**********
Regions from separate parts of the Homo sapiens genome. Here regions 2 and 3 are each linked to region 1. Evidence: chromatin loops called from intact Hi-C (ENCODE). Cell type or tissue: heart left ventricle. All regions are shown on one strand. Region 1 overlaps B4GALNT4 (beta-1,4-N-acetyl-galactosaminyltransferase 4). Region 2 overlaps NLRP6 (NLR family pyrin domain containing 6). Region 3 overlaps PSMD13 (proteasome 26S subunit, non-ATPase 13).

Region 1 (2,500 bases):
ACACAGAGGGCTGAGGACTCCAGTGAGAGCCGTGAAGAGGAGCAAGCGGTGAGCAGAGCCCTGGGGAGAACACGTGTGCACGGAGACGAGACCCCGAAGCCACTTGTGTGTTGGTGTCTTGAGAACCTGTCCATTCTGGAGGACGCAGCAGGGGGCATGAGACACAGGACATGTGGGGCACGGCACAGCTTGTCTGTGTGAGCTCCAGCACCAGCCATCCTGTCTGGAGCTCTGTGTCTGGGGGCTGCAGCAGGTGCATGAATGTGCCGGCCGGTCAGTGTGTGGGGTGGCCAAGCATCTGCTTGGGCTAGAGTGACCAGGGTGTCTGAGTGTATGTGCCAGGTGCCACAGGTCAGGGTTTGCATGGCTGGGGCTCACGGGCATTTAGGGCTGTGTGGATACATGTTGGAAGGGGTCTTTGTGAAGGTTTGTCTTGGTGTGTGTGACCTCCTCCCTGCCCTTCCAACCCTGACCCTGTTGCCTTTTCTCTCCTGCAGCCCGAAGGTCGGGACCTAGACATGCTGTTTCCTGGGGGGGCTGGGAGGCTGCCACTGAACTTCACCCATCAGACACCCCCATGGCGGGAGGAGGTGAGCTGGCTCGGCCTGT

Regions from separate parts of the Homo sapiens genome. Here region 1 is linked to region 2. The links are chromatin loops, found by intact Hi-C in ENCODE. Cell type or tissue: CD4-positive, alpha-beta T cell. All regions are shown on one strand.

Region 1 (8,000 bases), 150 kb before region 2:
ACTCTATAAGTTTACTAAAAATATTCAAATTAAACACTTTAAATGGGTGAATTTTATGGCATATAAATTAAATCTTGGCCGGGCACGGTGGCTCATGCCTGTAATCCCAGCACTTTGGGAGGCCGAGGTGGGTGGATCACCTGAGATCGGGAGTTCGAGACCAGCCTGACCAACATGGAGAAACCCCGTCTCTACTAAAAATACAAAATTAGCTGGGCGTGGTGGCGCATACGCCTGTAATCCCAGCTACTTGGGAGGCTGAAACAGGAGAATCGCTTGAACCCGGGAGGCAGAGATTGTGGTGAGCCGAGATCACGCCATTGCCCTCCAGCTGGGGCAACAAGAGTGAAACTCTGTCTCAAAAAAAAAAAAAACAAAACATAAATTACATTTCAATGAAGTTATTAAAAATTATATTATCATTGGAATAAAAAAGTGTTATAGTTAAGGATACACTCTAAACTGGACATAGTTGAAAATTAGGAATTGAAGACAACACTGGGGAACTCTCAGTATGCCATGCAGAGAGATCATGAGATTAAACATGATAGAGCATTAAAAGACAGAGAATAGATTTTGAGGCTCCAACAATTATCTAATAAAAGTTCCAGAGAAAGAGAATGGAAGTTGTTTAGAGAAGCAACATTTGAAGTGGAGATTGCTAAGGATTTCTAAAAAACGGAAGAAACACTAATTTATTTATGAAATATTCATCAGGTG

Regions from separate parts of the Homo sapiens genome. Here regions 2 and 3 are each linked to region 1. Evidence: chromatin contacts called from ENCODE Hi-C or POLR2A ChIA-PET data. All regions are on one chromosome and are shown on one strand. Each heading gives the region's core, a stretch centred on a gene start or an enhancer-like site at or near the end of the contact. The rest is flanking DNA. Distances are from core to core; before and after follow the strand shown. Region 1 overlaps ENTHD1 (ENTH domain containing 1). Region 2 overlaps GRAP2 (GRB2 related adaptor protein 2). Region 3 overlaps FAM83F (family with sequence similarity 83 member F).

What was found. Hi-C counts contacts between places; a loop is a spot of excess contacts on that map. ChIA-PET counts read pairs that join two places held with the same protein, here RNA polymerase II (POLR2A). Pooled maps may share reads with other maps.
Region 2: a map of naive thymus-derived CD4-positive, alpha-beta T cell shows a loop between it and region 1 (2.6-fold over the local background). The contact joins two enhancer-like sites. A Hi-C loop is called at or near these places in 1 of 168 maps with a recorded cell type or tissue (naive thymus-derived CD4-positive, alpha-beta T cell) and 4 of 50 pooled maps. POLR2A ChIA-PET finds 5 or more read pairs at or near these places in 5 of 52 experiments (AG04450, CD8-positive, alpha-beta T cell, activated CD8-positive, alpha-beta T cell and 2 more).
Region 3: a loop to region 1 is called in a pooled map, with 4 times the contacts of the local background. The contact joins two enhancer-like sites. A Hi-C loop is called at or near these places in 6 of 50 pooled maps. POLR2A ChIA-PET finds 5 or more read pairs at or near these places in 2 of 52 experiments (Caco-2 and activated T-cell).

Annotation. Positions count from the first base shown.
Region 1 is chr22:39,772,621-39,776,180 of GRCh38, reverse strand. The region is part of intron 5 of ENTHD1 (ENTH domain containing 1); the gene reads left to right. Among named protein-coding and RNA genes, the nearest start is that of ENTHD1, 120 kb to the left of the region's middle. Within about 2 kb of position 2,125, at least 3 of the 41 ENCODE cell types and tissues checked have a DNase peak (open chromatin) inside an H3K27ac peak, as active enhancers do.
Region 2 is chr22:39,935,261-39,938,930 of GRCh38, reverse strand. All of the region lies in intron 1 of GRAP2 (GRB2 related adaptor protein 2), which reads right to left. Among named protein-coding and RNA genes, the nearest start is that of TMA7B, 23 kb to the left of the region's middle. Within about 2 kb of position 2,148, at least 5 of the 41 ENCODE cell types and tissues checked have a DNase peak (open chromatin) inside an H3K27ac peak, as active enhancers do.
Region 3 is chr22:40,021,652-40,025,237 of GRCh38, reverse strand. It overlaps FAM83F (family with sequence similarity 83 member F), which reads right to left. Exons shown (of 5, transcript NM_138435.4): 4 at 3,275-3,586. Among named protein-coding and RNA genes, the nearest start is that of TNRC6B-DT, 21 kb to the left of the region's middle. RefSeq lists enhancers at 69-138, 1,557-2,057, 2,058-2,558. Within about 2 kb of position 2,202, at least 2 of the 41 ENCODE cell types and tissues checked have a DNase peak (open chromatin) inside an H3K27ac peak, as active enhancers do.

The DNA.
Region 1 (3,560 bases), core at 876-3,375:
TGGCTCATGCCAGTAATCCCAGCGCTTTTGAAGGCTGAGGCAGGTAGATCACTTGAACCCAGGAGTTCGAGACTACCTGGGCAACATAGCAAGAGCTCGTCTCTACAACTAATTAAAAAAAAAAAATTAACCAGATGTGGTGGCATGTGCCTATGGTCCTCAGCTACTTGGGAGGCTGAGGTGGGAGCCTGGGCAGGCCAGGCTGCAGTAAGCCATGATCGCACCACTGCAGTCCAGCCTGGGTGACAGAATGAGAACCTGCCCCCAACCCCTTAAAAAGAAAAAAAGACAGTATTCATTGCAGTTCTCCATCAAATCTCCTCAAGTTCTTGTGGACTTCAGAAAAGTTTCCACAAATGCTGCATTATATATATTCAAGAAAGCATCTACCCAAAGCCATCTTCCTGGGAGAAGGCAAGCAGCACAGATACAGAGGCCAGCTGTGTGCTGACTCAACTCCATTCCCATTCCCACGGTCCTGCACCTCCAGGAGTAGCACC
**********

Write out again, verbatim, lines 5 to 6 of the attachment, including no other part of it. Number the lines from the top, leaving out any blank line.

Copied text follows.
Region 1 (8,000 bases), 150 kb before region 2:
ACTCTATAAGTTTACTAAAAATATTCAAATTAAACACTTTAAATGGGTGAATTTTATGGCATATAAATTAAATCTTGGCCGGGCACGGTGGCTCATGCCTGTAATCCCAGCACTTTGGGAGGCCGAGGTGGGTGGATCACCTGAGATCGGGAGTTCGAGACCAGCCTGACCAACATGGAGAAACCCCGTCTCTACTAAAAATACAAAATTAGCTGGGCGTGGTGGCGCATACGCCTGTAATCCCAGCTACTTGGGAGGCTGAAACAGGAGAATCGCTTGAACCCGGGAGGCAGAGATTGTGGTGAGCCGAGATCACGCCATTGCCCTCCAGCTGGGGCAACAAGAGTGAAACTCTGTCTCAAAAAAAAAAAAAACAAAACATAAATTACATTTCAATGAAGTTATTAAAAATTATATTATCATTGGAATAAAAAAGTGTTATAGTTAAGGATACACTCTAAACTGGACATAGTTGAAAATTAGGAATTGAAGACAACACTGGGGAACTCTCAGTATGCCATGCAGAGAGATCATGAGATTAAACATGATAGAGCATTAAAAGACAGAGAATAGATTTTGAGGCTCCAACAATTATCTAATAAAAGTTCCAGAGAAAGAGAATGGAAGTTGTTTAGAGAAGCAACATTTGAAGTGGAGATTGCTAAGGATTTCTAAAAAACGGAAGAAACACTAATTTATTTATGAAATATTCATCAGGTG